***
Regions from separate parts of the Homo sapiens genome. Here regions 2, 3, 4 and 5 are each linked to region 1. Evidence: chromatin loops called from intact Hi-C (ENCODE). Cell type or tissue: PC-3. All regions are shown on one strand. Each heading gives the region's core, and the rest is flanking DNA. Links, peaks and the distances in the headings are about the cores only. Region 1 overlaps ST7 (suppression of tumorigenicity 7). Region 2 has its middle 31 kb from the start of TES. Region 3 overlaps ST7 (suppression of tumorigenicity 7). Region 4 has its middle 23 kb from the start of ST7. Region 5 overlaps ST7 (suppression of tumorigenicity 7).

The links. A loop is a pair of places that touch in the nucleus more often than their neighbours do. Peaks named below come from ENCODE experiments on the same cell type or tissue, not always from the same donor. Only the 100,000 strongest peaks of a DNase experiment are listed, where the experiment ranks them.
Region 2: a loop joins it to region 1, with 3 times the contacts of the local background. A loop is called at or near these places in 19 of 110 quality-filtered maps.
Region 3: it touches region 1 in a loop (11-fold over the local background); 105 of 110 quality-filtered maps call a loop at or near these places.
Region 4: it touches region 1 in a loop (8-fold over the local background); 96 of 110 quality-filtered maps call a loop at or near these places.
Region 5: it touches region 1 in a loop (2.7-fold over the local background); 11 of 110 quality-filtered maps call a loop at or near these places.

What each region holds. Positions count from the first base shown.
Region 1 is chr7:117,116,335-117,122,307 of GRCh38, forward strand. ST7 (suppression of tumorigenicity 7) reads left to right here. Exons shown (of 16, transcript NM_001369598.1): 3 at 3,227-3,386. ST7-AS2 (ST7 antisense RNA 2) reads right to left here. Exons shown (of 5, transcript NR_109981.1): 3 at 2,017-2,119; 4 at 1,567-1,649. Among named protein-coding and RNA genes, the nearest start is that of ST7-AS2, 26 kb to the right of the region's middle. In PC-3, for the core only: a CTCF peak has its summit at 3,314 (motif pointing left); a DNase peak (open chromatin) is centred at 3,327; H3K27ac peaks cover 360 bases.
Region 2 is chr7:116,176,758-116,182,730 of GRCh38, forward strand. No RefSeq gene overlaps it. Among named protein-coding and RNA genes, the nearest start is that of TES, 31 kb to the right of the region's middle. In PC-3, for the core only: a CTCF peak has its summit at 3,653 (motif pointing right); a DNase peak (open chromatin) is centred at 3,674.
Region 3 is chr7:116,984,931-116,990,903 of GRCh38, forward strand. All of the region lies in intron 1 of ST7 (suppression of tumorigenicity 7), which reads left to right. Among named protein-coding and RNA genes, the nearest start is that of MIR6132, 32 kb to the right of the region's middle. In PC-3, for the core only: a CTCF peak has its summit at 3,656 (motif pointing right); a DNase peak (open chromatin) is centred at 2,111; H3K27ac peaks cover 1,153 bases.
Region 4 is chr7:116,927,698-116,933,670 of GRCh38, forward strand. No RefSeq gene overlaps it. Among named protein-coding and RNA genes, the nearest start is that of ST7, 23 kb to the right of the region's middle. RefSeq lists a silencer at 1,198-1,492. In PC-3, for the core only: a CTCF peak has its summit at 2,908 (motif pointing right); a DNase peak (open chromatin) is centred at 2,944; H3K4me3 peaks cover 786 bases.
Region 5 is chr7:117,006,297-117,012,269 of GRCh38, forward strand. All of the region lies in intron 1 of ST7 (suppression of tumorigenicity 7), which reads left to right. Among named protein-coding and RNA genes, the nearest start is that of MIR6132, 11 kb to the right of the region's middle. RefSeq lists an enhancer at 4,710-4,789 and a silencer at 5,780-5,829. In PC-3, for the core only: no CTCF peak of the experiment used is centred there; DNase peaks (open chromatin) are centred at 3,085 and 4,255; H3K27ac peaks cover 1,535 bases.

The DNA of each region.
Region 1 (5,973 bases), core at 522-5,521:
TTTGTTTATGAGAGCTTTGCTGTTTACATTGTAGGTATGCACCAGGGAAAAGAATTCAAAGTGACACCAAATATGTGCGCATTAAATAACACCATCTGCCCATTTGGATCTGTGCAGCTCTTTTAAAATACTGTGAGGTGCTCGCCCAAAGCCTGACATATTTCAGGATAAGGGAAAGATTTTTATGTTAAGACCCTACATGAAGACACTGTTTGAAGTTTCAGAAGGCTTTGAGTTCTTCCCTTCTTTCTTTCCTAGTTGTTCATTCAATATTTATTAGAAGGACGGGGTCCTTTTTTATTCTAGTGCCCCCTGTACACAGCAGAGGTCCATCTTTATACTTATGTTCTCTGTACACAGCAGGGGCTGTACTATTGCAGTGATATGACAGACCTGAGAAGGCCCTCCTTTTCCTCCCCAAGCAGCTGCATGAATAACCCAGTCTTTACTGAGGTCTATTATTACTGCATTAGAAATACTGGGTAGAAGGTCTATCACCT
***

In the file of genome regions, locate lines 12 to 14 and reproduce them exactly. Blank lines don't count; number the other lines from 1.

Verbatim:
Region 5 is chr7:117,006,297-117,012,269 of GRCh38, forward strand. All of the region lies in intron 1 of ST7 (suppression of tumorigenicity 7), which reads left to right. Among named protein-coding and RNA genes, the nearest start is that of MIR6132, 11 kb to the right of the region's middle. RefSeq lists an enhancer at 4,710-4,789 and a silencer at 5,780-5,829. In PC-3, for the core only: no CTCF peak of the experiment used is centred there; DNase peaks (open chromatin) are centred at 3,085 and 4,255; H3K27ac peaks cover 1,535 bases.

The DNA of each region.
Region 1 (5,973 bases), core at 522-5,521: